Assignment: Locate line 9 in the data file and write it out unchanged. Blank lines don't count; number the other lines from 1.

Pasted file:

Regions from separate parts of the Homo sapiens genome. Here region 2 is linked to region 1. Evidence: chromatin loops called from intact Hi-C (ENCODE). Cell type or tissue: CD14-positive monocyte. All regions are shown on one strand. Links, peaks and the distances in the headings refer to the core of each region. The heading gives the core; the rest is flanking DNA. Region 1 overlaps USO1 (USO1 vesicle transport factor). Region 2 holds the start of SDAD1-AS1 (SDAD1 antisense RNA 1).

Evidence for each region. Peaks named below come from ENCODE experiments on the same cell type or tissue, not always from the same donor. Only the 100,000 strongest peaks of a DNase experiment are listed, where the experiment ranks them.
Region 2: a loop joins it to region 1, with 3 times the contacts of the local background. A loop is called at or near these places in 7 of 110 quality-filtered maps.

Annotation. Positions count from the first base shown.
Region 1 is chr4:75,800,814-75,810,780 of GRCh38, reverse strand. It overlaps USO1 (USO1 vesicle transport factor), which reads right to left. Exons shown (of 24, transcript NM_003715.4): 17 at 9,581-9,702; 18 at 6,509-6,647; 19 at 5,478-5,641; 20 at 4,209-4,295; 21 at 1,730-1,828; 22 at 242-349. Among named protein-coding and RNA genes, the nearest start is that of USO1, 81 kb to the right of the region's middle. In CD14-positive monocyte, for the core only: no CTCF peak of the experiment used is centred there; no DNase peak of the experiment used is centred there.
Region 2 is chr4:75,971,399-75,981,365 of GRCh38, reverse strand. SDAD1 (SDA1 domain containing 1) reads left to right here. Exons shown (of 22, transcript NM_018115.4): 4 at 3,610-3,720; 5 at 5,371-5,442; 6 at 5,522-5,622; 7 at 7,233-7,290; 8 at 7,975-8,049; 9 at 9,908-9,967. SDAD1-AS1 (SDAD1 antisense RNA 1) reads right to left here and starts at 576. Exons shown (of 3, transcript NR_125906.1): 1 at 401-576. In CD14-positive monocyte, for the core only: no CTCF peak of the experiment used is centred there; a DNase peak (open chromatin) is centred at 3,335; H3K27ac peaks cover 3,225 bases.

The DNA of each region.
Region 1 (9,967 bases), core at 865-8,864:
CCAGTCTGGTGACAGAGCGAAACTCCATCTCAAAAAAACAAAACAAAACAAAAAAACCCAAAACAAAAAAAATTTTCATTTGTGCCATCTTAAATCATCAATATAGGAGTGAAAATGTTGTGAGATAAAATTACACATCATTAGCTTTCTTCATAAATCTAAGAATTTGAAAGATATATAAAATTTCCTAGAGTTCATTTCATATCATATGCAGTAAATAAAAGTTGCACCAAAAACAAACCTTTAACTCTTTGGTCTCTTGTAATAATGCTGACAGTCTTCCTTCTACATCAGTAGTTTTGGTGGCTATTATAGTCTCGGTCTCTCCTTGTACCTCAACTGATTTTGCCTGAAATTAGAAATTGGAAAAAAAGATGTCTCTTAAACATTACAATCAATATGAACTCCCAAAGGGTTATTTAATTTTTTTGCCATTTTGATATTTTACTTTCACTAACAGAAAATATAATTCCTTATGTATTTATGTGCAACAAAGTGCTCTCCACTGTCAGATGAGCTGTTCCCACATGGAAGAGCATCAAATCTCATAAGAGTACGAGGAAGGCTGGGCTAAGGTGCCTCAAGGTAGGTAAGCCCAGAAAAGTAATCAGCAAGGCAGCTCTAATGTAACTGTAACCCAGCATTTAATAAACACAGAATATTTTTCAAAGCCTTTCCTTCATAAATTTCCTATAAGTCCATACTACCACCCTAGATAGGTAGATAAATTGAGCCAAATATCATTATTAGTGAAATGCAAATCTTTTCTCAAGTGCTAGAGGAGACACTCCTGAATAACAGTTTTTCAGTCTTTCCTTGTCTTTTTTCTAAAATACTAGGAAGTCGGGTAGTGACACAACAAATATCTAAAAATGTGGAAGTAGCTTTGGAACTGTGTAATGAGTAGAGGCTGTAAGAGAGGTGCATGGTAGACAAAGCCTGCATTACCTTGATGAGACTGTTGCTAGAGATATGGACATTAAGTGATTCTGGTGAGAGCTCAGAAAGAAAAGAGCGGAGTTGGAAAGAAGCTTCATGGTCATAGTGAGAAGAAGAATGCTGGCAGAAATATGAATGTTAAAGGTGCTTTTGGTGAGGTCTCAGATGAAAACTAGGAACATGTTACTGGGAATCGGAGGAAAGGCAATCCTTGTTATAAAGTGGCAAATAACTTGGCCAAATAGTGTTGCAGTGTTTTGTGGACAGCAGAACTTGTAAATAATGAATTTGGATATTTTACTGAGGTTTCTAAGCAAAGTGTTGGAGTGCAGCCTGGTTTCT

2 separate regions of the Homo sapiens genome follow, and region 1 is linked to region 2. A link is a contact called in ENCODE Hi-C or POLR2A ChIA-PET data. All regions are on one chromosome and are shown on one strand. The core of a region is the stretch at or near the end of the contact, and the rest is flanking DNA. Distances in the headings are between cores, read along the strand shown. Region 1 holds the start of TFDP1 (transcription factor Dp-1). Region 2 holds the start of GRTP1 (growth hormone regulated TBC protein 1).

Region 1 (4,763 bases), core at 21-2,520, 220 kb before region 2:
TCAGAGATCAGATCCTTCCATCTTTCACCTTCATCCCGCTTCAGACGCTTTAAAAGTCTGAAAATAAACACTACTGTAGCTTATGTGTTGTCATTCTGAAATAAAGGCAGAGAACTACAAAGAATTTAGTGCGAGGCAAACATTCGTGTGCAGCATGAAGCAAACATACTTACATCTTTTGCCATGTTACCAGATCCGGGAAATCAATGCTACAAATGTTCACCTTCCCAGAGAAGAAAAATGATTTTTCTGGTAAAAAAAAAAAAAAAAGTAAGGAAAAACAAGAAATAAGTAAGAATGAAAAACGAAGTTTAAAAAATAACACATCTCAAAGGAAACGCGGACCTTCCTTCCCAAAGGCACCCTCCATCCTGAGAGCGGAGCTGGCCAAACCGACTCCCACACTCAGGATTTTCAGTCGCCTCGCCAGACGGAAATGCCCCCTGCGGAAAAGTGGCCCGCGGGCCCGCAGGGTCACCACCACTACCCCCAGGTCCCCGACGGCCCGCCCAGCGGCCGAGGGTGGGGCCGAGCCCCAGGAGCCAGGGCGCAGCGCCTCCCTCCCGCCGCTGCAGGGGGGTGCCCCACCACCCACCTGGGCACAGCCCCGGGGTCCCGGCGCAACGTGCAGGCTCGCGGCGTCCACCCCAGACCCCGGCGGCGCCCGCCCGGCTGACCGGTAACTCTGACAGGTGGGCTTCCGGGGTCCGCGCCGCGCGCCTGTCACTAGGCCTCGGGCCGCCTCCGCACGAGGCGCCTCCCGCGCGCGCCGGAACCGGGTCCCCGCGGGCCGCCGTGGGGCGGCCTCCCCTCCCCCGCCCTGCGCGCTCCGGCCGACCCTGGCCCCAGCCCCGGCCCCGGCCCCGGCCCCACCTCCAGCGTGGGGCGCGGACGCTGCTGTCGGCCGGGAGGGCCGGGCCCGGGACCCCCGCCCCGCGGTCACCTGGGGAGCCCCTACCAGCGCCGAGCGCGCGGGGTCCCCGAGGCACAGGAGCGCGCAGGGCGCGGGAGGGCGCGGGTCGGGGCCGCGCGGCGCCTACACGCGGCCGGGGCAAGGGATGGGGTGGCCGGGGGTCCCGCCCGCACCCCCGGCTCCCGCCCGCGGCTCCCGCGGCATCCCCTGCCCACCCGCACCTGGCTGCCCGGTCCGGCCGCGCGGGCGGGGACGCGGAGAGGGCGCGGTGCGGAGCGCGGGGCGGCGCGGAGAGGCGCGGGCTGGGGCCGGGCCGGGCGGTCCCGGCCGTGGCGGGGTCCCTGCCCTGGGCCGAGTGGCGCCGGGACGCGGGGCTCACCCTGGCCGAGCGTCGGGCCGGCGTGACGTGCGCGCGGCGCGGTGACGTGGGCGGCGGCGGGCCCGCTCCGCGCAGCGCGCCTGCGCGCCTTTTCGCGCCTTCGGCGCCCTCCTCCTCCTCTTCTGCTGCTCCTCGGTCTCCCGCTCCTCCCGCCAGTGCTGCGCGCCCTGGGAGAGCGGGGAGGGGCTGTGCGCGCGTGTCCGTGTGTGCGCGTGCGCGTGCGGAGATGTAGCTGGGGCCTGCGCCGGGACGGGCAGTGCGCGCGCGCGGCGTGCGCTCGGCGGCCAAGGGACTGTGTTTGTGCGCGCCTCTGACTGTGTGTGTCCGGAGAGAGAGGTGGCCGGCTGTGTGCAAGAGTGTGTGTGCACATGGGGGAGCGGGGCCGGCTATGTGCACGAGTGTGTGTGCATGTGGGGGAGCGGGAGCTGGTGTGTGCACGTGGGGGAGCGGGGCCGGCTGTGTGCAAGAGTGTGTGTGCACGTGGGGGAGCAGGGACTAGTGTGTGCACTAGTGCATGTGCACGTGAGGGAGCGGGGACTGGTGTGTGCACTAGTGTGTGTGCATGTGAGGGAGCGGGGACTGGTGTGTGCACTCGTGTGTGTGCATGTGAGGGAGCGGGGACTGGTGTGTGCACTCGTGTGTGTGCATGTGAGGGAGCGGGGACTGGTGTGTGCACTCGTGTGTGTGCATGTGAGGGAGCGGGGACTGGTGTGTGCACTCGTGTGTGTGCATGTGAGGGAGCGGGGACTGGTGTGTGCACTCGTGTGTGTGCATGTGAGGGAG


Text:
CCAGTCTGGTGACAGAGCGAAACTCCATCTCAAAAAAACAAAACAAAACAAAAAAACCCAAAACAAAAAAAATTTTCATTTGTGCCATCTTAAATCATCAATATAGGAGTGAAAATGTTGTGAGATAAAATTACACATCATTAGCTTTCTTCATAAATCTAAGAATTTGAAAGATATATAAAATTTCCTAGAGTTCATTTCATATCATATGCAGTAAATAAAAGTTGCACCAAAAACAAACCTTTAACTCTTTGGTCTCTTGTAATAATGCTGACAGTCTTCCTTCTACATCAGTAGTTTTGGTGGCTATTATAGTCTCGGTCTCTCCTTGTACCTCAACTGATTTTGCCTGAAATTAGAAATTGGAAAAAAAGATGTCTCTTAAACATTACAATCAATATGAACTCCCAAAGGGTTATTTAATTTTTTTGCCATTTTGATATTTTACTTTCACTAACAGAAAATATAATTCCTTATGTATTTATGTGCAACAAAGTGCTCTCCACTGTCAGATGAGCTGTTCCCACATGGAAGAGCATCAAATCTCATAAGAGTACGAGGAAGGCTGGGCTAAGGTGCCTCAAGGTAGGTAAGCCCAGAAAAGTAATCAGCAAGGCAGCTCTAATGTAACTGTAACCCAGCATTTAATAAACACAGAATATTTTTCAAAGCCTTTCCTTCATAAATTTCCTATAAGTCCATACTACCACCCTAGATAGGTAGATAAATTGAGCCAAATATCATTATTAGTGAAATGCAAATCTTTTCTCAAGTGCTAGAGGAGACACTCCTGAATAACAGTTTTTCAGTCTTTCCTTGTCTTTTTTCTAAAATACTAGGAAGTCGGGTAGTGACACAACAAATATCTAAAAATGTGGAAGTAGCTTTGGAACTGTGTAATGAGTAGAGGCTGTAAGAGAGGTGCATGGTAGACAAAGCCTGCATTACCTTGATGAGACTGTTGCTAGAGATATGGACATTAAGTGATTCTGGTGAGAGCTCAGAAAGAAAAGAGCGGAGTTGGAAAGAAGCTTCATGGTCATAGTGAGAAGAAGAATGCTGGCAGAAATATGAATGTTAAAGGTGCTTTTGGTGAGGTCTCAGATGAAAACTAGGAACATGTTACTGGGAATCGGAGGAAAGGCAATCCTTGTTATAAAGTGGCAAATAACTTGGCCAAATAGTGTTGCAGTGTTTTGTGGACAGCAGAACTTGTAAATAATGAATTTGGATATTTTACTGAGGTTTCTAAGCAAAGTGTTGGAGTGCAGCCTGGTTTCT